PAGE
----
Humiston asserts the court further erred in failing to instruct the jury under CALJIC No. 2.50 on the permissible use of this evidence. She argues this allowed the jury to use the evidence, as intended by the prosecution, on the question of Humiston's disposition to commit the crime. However, Humiston failed to request the instruction and thereby waived the right to raise it on appeal.
Where, as here, a defendant presents evidence of uncharged criminal acts, a limiting instruction is deemed waived unless requested. (People v. Morrisson (1979) 92 Cal. App. 3d 787, 790-791 [155 Cal. Rptr. 152].) Further, the trial court is not required to instruct sua sponte on the limited admissibility of evidence of past criminal conduct or prior bad acts. (People v. Collie (1981) 30 Cal. 3d 43, 63-64 [177 Cal. Rptr. 458, 634 P.2d 534, 23 A.L.R.4th 776]; People v. Milner (1988) 45 Cal. 3d 227, 251-252 [246 Cal. Rptr. 713, 753 P.2d 669].)
 Although the court erred in admitting evidence that Humiston used the number 187 to communicate with Jurado by pager, the error does not require reversal. Introduction of evidence Humiston used the number 187 [20 Cal. App. 4th 482] and Shigemura "was told" Humiston had chosen that number, later denied by Humiston, was somewhat isolated and there was no further use of it by the prosecution. fn. 17 Moreover, the prosecution's case was strong. The evidence showed Humiston knew about the plan to kill Holloway before leaving Schmidt's apartment. Humiston, Jurado and Shigemura encouraged Holloway to get off the telephone and accompany them in Humiston's car. Once in the car, Jurado began to strangle Holloway while Humiston straddled and punched her and held her down. She said she did this because Holloway had been threatening her family and later said the murder was necessary because Holloway was a "snitch." Humiston helped clean blood off the car and dispose of other evidence. On this record, we conclude there is no reasonable probability Humiston would have received a verdict more favorable if the evidence of the beeper code number had been excluded. (People v. Watson (1956) 46 Cal. 2d 818, 836 [299 P.2d 243].)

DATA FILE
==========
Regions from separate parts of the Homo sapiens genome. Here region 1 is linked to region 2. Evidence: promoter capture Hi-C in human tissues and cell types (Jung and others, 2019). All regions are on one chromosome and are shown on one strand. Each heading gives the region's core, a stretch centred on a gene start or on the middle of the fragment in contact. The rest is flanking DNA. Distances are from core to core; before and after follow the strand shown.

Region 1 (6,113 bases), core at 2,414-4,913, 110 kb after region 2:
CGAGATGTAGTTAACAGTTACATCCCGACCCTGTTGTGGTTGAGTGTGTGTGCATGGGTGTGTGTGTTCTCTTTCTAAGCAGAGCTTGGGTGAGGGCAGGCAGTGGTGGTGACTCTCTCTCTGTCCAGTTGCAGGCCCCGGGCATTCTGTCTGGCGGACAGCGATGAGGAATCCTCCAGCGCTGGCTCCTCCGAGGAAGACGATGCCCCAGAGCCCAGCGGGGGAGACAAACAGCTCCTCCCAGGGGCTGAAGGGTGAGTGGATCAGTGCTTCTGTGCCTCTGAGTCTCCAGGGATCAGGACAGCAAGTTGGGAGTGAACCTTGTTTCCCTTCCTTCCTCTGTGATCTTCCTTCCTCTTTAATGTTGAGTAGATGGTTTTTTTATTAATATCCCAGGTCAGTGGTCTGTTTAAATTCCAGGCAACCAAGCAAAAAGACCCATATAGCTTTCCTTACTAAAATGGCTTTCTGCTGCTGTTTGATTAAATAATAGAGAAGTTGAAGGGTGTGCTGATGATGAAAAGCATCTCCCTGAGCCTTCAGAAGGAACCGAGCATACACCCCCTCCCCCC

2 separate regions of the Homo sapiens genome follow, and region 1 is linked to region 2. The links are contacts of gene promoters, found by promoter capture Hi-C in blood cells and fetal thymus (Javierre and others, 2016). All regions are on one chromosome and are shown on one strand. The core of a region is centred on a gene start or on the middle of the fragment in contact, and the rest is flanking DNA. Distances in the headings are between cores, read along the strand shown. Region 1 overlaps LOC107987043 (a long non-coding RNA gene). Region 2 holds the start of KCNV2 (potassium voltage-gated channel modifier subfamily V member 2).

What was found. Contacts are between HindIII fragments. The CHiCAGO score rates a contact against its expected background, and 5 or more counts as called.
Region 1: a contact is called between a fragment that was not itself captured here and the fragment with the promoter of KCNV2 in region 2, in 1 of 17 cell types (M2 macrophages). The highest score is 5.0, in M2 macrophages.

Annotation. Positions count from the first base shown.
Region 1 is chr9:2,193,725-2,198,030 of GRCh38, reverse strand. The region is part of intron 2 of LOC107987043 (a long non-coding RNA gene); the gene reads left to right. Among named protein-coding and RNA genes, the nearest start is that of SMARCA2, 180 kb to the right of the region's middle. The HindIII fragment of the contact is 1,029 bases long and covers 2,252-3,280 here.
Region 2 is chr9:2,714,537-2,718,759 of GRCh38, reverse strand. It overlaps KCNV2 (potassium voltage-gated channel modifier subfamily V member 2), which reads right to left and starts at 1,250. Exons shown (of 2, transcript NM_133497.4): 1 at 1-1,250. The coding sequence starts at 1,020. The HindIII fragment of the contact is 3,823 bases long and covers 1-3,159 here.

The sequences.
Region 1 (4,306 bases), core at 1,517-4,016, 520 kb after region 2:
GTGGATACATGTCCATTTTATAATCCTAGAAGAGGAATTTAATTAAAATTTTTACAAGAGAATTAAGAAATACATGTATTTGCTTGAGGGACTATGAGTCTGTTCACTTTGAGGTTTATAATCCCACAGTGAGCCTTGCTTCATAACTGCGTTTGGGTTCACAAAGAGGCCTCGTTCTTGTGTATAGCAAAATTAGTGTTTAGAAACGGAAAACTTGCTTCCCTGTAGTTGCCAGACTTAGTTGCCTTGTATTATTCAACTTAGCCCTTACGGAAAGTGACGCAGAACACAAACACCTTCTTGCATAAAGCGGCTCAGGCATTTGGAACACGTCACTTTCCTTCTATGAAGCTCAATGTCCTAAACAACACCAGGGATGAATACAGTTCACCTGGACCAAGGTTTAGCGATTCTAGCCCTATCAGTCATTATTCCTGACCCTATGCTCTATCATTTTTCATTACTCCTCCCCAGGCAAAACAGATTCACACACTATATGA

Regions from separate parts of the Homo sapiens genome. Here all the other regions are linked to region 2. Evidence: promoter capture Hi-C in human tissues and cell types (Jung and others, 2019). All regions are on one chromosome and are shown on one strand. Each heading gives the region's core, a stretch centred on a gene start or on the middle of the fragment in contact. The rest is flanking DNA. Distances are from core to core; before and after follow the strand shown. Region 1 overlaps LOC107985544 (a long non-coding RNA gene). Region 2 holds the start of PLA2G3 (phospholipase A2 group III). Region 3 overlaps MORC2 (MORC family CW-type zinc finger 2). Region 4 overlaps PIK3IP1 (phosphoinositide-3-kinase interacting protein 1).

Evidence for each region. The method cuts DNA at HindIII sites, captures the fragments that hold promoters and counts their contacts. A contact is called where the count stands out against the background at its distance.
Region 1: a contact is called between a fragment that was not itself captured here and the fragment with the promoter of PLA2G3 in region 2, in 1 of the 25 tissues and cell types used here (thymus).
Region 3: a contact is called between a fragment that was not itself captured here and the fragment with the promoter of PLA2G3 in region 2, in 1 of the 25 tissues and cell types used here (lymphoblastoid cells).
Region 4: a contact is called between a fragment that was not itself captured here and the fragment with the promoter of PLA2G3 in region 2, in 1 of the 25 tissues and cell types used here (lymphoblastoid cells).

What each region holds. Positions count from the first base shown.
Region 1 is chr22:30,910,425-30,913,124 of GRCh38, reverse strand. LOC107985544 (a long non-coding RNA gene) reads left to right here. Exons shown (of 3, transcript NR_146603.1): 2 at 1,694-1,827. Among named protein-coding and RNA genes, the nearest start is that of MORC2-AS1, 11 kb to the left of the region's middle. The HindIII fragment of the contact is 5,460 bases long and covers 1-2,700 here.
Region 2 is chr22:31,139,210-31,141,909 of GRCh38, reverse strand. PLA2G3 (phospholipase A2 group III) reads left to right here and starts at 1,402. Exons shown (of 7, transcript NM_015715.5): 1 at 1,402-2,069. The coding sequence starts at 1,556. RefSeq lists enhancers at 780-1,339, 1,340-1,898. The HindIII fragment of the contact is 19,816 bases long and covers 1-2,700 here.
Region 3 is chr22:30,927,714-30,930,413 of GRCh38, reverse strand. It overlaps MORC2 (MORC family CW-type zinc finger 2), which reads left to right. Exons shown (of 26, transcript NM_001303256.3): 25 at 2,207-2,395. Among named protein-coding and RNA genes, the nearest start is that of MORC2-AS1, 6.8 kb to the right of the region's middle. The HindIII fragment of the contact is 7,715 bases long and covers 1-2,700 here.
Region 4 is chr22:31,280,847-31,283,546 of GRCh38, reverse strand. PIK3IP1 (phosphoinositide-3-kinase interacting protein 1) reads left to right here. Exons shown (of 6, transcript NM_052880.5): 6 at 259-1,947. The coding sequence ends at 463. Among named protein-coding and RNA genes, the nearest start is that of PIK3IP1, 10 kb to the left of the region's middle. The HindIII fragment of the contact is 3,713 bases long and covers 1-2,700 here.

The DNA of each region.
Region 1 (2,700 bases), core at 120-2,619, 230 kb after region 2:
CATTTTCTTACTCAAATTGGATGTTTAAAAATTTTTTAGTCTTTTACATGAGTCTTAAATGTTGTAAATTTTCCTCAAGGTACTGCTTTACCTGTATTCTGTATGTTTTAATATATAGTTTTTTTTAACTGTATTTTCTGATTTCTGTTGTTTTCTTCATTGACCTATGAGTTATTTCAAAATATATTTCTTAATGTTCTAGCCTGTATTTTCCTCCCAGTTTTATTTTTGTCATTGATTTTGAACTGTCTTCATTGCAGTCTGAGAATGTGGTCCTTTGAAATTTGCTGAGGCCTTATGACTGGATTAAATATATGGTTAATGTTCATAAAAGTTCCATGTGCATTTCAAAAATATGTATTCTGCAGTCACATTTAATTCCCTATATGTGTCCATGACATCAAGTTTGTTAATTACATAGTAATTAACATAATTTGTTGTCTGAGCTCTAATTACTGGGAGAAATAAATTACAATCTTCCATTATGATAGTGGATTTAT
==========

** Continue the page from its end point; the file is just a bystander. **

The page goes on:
IV-VIII fn. ***
The court is directed to amend the abstract of judgment to reflect that imposition of Humiston's sentence was stayed on count 1, conspiracy, rather than on count 2, murder. In all other respects, the judgment is affirmed.
Todd, Acting P. J., and Benke, J., concurred.